FIG. 44 illustrates a DC transformer according to the subject invention using two self clamping transformers in a push pull arrangement.

FIG. 45 illustrates the switch current wave forms of the FIG. 44 circuit.

FIG. 46 illustrates the transformer magnetizing and primary current wave forms and the load current wave form of the FIG. 44 circuit.

FIG. 47 illustrates an initial condition and a first active state of the FIG. 44 circuit just prior to a first transition.

FIG. 48 illustrates a first phase of a first transition of the FIG. 44 circuit.

FIG. 49 illustrates a second phase of a first transition of the FIG. 44 circuit.

FIG. 50 illustrates a third phase of a first transition of the FIG. 44 circuit.

FIG. 51 illustrates a fourth phase of a first transition of the FIG. 44 circuit.

FIG. 52 illustrates a second active state of the FIG. 44 circuit just after the first transition.

FIG. 53 illustrates the second active state of the FIG. 44 circuit just prior to a second transition.

FIG. 54 illustrates a first phase of a second transition of the FIG. 44 circuit.

FIG. 55 illustrates a second phase of a second transition of the FIG. 44 circuit.

FIG. 56 illustrates a third phase of a second transition of the FIG. 44 circuit.

FIG. 57 illustrates a fourth phase of a second transition of the FIG. 44 circuit.

FIG. 58 illustrates the first active state of the FIG. 44 circuit just after the completion of the second transition.

FIG. 59 illustrates an embodiment of the FIG. 44 circuit in which all of the switches are implemented using power mosfets.

FIG. 60 illustrates an embodiment of the FIG. 44 circuit similar to the FIG. 59 embodiment but with synchronous rectifier self drive.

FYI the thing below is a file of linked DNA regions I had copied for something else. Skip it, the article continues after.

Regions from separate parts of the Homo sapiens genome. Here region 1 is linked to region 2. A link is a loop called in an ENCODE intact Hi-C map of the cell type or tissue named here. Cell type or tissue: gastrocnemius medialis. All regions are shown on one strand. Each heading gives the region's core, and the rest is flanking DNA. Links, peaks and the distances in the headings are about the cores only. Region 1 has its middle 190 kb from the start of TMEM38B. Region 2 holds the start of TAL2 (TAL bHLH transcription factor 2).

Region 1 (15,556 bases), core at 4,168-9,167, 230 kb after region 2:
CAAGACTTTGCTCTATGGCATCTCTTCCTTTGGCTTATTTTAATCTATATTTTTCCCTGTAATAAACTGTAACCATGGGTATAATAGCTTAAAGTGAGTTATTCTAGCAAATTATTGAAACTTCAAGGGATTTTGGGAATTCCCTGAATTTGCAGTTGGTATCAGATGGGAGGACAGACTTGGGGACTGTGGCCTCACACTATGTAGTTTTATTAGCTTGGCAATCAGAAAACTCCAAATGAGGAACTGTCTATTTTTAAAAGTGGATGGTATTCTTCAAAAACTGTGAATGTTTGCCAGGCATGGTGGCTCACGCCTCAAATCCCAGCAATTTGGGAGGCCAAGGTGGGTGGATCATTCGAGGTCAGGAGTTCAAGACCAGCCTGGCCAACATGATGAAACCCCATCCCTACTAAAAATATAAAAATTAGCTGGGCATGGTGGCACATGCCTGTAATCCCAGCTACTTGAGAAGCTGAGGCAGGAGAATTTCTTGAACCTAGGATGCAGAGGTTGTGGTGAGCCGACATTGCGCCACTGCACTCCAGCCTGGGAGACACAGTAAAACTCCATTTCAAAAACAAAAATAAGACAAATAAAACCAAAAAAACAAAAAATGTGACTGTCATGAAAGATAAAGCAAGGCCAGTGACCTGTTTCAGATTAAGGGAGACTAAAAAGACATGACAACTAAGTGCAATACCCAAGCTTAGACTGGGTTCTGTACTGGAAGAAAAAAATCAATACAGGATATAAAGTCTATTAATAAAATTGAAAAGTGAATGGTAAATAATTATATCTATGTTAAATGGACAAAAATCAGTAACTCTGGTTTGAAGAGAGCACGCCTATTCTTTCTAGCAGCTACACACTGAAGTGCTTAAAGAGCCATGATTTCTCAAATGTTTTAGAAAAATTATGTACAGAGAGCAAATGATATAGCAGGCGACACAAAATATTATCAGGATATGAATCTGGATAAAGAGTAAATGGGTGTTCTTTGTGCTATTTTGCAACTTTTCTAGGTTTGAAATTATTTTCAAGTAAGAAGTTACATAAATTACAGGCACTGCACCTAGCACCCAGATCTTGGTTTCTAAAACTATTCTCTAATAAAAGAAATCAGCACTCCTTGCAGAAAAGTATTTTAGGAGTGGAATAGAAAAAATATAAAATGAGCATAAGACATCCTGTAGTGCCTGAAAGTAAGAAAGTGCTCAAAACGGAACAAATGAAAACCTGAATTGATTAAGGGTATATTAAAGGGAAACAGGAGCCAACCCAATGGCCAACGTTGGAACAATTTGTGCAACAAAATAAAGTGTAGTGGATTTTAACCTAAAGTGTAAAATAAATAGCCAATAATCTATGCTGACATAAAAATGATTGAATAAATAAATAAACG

FIG. 61 illustrates an embodiment of the FIG. 44 circuit identical to the FIG. 59 embodiment except that the secondary switches are implemented with diodes.

FIG. 62 illustrates an embodiment of the FIG. 44 circuit similar to the FIG. 60 circuit but with the addition of schottky diodes in parallel with the secondary switches.

FIG. 63 illustrates an embodiment of the FIG. 44 circuit identical to the FIG. 61 embodiment except that the two transformers are integrated on a single E core as illustrated in FIG. 21.

Reference Numerals
100 DC input voltage source 101 node
102 node 103 capacitor
104 capacitor 105 node
106 lead 107 lead
108 node 109 node
110 capacitor 111 switch
112 diode 113 node
114 capacitor 115 switch
116 diode 117 node
118 lead 119 lead
120 node 121 transformer
122 transformer 123 node
124 capacitor 125 switch
126 diode 127 node
128 capacitor 129 switch
130 diode 131 node
132 capacitor 133 load
134 node 200 DC input voltage source
201 node 202 node
205 node 206 lead
207 lead 208 node
209 node 210 capacitor
211 switch 212 diode
213 node 214 capacitor
215 switch 216 diode
217 node 218 lead
219 lead 220 node
221 transformer 222 transformer
223 node 224 capacitor
225 switch 226 diode
227 node 228 capacitor
229 switch 230 diode
231 node 232 capacitor
233 load 234 node
236 capacitor 237 switch
238 diode 239 node
240 lead 241 capacitor
242 switch 243 diode
244 node 245 lead
300 DC input voltage source 301 node
302 node 321 transformer
322 transformer 323 node
324 capacitor 325 switch
326 diode 327 node
328 capacitor 329 switch
330 diode 331 node
332 capacitor 333 load
334 node 336 capacitor
337 switch 338 diode
339 node 341 capacitor
342 switch 343 diode
344 node 345 capacitor

SUMMARY